I'm flippin' angry. It has to stop. The shameless abuse of collectible coins has to end. I called this blog "The Flip Side" after a column I used to write, but I never advocated the flipping of coins and particularly not rare ones such as the 1913 Liberty Head nickel.
If you haven't read about it, recently an announcer at a television station in Milwaukee, having been handed the Bebee specimen of the famed 1913 Liberty Head nickel, decided it would be fun (much to the shock and surprise of those around him) to flip the coin while on air. Fortunately he caught, and fortunately the coin was in a Kointain capsule that helped protect. But still...
Interestingly, the coin in question has an earlier tie to Milwaukee and a different kind of abuse. There are only five specimens of the 1913 Liberty Head nickel known, and all bring big money when offered for sale. The Bebee specimen is so-called because a coin dealer named Aubrey Bebee once owned it. Earlier, however, it was known as the McDermott specimen, having been named after its prior owner, J.V. McDermott, a hard-drinking coin dealer from Milwaukee. Shown is Bebee with the coin in a holder that underneath the tape bears McDermott's name.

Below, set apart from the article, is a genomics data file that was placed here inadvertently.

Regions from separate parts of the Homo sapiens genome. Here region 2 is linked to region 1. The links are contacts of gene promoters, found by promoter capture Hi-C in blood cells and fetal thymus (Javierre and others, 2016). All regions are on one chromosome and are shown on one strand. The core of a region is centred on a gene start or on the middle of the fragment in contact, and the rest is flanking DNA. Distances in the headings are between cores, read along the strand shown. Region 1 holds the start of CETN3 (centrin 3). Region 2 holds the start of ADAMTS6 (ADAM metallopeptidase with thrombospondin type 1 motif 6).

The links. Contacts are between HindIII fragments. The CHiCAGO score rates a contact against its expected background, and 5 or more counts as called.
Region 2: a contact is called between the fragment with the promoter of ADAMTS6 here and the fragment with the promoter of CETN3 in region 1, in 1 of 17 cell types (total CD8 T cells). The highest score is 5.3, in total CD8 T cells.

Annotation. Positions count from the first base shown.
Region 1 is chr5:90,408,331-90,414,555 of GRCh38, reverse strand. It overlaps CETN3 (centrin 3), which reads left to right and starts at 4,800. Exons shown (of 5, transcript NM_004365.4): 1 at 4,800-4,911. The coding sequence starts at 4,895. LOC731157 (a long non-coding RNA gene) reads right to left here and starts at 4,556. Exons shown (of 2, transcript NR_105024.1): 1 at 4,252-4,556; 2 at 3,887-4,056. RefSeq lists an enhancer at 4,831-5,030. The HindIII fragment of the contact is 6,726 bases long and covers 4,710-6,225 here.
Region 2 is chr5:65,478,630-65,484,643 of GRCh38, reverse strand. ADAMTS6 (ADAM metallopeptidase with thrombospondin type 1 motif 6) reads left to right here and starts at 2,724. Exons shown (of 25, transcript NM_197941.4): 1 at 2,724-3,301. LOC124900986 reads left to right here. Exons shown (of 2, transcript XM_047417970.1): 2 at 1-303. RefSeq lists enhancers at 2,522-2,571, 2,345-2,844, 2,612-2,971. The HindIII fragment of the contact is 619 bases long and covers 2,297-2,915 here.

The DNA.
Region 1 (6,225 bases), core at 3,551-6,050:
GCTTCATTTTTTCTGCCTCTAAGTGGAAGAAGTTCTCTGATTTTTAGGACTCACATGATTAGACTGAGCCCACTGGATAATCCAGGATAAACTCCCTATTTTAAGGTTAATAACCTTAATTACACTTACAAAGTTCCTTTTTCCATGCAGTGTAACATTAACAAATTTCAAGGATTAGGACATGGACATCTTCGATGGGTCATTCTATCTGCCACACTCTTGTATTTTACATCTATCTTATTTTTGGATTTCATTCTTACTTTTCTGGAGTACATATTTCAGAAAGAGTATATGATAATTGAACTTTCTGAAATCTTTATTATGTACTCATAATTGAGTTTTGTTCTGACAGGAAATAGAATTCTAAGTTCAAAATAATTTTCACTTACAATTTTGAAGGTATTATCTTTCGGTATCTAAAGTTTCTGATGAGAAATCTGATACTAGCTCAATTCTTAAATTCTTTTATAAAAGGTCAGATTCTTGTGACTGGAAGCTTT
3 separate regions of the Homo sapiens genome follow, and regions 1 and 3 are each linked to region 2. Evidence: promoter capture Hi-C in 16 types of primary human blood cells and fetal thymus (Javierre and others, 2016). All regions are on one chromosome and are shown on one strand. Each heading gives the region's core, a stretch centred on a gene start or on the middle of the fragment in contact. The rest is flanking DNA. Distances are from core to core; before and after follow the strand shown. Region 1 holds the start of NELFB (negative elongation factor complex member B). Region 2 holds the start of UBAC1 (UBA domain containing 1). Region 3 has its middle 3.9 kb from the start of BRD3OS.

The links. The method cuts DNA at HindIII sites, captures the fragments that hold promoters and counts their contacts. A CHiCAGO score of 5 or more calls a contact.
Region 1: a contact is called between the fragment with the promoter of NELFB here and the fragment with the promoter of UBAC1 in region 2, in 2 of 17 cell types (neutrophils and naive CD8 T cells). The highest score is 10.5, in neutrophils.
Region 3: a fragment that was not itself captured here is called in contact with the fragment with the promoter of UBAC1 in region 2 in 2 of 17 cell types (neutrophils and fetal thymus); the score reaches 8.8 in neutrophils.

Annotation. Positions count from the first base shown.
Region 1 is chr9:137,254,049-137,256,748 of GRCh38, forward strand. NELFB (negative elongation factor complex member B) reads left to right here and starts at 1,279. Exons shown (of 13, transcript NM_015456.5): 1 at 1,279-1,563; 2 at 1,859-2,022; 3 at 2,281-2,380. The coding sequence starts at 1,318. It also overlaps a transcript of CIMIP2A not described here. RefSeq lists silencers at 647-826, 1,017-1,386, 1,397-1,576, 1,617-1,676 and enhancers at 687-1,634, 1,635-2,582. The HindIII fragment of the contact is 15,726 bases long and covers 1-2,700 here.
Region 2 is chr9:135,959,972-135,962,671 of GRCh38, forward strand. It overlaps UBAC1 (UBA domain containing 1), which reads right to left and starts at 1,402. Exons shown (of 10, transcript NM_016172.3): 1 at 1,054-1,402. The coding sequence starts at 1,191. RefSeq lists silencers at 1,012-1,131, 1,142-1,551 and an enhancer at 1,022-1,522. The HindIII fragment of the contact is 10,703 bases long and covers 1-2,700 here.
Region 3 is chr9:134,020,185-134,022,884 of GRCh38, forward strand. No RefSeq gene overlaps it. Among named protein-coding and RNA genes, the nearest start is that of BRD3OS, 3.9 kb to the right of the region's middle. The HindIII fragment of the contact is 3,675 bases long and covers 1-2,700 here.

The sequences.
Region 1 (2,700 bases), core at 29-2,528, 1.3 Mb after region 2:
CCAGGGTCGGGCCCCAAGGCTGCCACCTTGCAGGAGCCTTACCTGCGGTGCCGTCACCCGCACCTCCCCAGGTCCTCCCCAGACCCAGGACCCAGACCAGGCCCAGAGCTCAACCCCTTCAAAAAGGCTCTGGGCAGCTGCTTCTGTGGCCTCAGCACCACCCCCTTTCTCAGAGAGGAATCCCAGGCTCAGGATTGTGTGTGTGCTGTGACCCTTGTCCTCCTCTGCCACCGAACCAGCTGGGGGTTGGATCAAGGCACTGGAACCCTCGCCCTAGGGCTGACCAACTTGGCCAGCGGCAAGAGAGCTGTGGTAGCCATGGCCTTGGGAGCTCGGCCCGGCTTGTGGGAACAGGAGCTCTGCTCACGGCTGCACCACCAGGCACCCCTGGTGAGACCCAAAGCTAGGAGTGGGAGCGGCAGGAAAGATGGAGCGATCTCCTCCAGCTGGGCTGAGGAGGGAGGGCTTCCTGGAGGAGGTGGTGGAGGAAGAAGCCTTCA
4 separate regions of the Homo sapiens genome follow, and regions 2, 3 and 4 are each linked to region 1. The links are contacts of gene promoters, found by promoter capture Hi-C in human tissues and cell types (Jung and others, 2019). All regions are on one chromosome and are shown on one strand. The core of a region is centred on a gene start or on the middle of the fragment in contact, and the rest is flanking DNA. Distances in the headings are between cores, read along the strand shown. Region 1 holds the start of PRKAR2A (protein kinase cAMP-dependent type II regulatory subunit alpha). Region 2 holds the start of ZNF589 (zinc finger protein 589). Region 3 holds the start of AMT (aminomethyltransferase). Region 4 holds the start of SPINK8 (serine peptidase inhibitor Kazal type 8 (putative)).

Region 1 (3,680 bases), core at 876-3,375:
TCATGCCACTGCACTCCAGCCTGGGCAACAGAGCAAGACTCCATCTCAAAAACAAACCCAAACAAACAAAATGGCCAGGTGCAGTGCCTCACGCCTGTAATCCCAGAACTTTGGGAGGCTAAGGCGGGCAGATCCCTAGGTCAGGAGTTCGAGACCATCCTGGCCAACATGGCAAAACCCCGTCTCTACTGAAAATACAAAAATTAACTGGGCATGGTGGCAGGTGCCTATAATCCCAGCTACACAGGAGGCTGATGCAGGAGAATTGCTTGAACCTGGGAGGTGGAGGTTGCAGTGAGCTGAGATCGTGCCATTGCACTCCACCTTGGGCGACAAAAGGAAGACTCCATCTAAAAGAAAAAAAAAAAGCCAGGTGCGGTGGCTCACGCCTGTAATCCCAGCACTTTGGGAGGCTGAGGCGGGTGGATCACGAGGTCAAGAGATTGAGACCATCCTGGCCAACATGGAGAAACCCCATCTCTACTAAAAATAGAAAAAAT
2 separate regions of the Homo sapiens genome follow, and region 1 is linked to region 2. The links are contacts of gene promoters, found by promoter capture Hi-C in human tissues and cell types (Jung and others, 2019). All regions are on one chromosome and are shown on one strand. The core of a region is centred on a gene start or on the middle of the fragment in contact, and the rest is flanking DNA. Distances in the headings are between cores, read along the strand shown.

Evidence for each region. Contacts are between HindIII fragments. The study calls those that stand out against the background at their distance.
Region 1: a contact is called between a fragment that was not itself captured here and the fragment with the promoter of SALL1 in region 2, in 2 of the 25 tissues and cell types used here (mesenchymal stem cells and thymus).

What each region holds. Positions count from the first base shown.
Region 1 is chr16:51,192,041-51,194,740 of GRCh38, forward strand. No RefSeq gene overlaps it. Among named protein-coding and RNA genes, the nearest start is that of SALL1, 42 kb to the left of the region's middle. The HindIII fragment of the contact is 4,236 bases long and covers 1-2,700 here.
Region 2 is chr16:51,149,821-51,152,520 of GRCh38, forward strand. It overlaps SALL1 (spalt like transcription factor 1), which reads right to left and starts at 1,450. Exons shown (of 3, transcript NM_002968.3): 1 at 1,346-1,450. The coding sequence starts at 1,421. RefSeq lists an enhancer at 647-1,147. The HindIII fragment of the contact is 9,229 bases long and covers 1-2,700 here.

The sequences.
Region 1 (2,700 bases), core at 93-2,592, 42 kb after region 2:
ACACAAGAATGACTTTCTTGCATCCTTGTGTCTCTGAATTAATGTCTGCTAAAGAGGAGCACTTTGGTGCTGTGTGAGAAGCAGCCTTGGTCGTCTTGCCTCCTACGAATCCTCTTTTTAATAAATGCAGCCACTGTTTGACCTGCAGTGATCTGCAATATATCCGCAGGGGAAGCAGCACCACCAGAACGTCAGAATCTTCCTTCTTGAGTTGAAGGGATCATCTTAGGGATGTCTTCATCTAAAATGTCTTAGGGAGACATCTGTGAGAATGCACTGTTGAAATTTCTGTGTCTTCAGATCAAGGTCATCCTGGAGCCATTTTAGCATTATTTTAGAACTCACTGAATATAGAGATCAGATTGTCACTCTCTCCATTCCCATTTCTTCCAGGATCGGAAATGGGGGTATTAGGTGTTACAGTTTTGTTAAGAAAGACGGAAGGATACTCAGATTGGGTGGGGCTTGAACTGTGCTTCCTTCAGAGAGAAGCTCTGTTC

Old hobby stories have it that McDermott, who often did business in bars, was very generous about allowing others to see his rare coin. It is said that he at times slid it down the bar for others to look at. If so, hopefully it was in a holder. Cabinet friction (the wearing of a coin from years spent jostling around in a display cabinet) would probably have nothing on bar friction.
Actually, the Bebee specimen has some minor flaws, but it was minted with them. Still, flipping is no way to treat a coin of this caliber.